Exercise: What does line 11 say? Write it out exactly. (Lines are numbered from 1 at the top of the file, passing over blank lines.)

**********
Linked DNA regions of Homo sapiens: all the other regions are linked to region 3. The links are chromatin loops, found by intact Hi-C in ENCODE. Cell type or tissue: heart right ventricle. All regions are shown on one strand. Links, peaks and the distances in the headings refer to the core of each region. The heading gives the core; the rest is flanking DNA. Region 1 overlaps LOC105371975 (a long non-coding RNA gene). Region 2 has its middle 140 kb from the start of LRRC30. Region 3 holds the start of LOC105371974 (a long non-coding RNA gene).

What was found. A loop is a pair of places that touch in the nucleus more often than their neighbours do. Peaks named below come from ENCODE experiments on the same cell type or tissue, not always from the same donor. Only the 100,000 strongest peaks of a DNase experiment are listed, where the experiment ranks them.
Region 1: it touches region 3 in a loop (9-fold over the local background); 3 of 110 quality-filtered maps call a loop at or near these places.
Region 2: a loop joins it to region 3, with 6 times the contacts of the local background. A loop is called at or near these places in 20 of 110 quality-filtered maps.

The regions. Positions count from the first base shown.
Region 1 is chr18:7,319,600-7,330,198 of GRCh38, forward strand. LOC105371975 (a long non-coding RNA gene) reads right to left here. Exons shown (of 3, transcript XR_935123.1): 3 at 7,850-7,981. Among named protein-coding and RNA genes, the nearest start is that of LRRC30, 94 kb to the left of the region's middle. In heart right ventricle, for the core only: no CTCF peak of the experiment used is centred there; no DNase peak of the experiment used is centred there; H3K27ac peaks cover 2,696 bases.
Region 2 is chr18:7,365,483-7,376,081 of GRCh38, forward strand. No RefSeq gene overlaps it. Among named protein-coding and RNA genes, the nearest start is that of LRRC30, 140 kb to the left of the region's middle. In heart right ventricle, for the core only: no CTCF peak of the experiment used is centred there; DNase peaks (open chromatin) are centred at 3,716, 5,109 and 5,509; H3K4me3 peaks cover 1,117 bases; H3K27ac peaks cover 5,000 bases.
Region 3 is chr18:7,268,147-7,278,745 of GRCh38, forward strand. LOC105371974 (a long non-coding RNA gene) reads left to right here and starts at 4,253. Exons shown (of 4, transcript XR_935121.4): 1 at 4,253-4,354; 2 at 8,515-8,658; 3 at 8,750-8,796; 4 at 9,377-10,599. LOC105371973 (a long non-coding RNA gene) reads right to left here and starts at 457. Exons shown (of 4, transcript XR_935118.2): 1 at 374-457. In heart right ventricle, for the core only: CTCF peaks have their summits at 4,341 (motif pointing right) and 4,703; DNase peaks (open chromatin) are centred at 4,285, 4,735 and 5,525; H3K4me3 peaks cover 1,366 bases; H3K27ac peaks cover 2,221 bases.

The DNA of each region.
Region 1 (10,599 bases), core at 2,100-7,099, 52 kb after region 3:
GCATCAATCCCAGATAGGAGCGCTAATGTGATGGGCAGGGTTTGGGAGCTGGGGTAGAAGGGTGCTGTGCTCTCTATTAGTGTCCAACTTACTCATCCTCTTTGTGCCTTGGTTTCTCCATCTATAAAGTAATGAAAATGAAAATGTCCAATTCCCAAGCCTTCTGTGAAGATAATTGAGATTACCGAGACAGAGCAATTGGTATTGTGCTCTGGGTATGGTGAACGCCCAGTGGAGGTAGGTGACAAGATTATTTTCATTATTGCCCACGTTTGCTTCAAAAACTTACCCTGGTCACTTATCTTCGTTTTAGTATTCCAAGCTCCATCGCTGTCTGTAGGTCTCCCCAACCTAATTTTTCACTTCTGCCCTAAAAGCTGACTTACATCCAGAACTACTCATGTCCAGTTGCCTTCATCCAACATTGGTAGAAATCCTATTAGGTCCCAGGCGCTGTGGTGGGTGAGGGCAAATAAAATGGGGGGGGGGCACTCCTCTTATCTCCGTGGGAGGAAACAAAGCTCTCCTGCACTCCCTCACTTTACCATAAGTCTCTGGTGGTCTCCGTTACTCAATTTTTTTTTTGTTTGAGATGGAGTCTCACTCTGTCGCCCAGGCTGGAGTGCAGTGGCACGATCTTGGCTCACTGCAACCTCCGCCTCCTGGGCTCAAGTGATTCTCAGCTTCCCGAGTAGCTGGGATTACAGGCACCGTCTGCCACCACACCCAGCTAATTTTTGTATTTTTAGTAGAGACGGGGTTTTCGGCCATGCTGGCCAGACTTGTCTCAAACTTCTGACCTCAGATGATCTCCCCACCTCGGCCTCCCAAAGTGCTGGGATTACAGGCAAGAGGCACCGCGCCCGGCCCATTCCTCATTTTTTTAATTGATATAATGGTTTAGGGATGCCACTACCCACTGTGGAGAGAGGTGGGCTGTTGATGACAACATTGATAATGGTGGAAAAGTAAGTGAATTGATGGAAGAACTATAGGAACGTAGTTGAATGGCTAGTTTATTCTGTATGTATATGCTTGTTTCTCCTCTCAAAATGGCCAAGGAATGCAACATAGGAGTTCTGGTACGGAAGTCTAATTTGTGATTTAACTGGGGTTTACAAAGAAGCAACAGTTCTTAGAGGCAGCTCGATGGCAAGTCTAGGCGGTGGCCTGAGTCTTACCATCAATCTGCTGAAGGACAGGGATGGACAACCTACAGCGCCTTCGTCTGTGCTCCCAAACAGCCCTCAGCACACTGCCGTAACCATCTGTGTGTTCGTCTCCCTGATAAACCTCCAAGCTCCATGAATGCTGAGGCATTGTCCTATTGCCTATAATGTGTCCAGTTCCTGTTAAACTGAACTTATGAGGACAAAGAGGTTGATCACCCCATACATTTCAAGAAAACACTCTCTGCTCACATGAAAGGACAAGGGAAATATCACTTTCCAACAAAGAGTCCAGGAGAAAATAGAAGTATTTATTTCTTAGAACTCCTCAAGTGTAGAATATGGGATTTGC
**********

GCATCAATCCCAGATAGGAGCGCTAATGTGATGGGCAGGGTTTGGGAGCTGGGGTAGAAGGGTGCTGTGCTCTCTATTAGTGTCCAACTTACTCATCCTCTTTGTGCCTTGGTTTCTCCATCTATAAAGTAATGAAAATGAAAATGTCCAATTCCCAAGCCTTCTGTGAAGATAATTGAGATTACCGAGACAGAGCAATTGGTATTGTGCTCTGGGTATGGTGAACGCCCAGTGGAGGTAGGTGACAAGATTATTTTCATTATTGCCCACGTTTGCTTCAAAAACTTACCCTGGTCACTTATCTTCGTTTTAGTATTCCAAGCTCCATCGCTGTCTGTAGGTCTCCCCAACCTAATTTTTCACTTCTGCCCTAAAAGCTGACTTACATCCAGAACTACTCATGTCCAGTTGCCTTCATCCAACATTGGTAGAAATCCTATTAGGTCCCAGGCGCTGTGGTGGGTGAGGGCAAATAAAATGGGGGGGGGGCACTCCTCTTATCTCCGTGGGAGGAAACAAAGCTCTCCTGCACTCCCTCACTTTACCATAAGTCTCTGGTGGTCTCCGTTACTCAATTTTTTTTTTGTTTGAGATGGAGTCTCACTCTGTCGCCCAGGCTGGAGTGCAGTGGCACGATCTTGGCTCACTGCAACCTCCGCCTCCTGGGCTCAAGTGATTCTCAGCTTCCCGAGTAGCTGGGATTACAGGCACCGTCTGCCACCACACCCAGCTAATTTTTGTATTTTTAGTAGAGACGGGGTTTTCGGCCATGCTGGCCAGACTTGTCTCAAACTTCTGACCTCAGATGATCTCCCCACCTCGGCCTCCCAAAGTGCTGGGATTACAGGCAAGAGGCACCGCGCCCGGCCCATTCCTCATTTTTTTAATTGATATAATGGTTTAGGGATGCCACTACCCACTGTGGAGAGAGGTGGGCTGTTGATGACAACATTGATAATGGTGGAAAAGTAAGTGAATTGATGGAAGAACTATAGGAACGTAGTTGAATGGCTAGTTTATTCTGTATGTATATGCTTGTTTCTCCTCTCAAAATGGCCAAGGAATGCAACATAGGAGTTCTGGTACGGAAGTCTAATTTGTGATTTAACTGGGGTTTACAAAGAAGCAACAGTTCTTAGAGGCAGCTCGATGGCAAGTCTAGGCGGTGGCCTGAGTCTTACCATCAATCTGCTGAAGGACAGGGATGGACAACCTACAGCGCCTTCGTCTGTGCTCCCAAACAGCCCTCAGCACACTGCCGTAACCATCTGTGTGTTCGTCTCCCTGATAAACCTCCAAGCTCCATGAATGCTGAGGCATTGTCCTATTGCCTATAATGTGTCCAGTTCCTGTTAAACTGAACTTATGAGGACAAAGAGGTTGATCACCCCATACATTTCAAGAAAACACTCTCTGCTCACATGAAAGGACAAGGGAAATATCACTTTCCAACAAAGAGTCCAGGAGAAAATAGAAGTATTTATTTCTTAGAACTCCTCAAGTGTAGAATATGGGATTTGC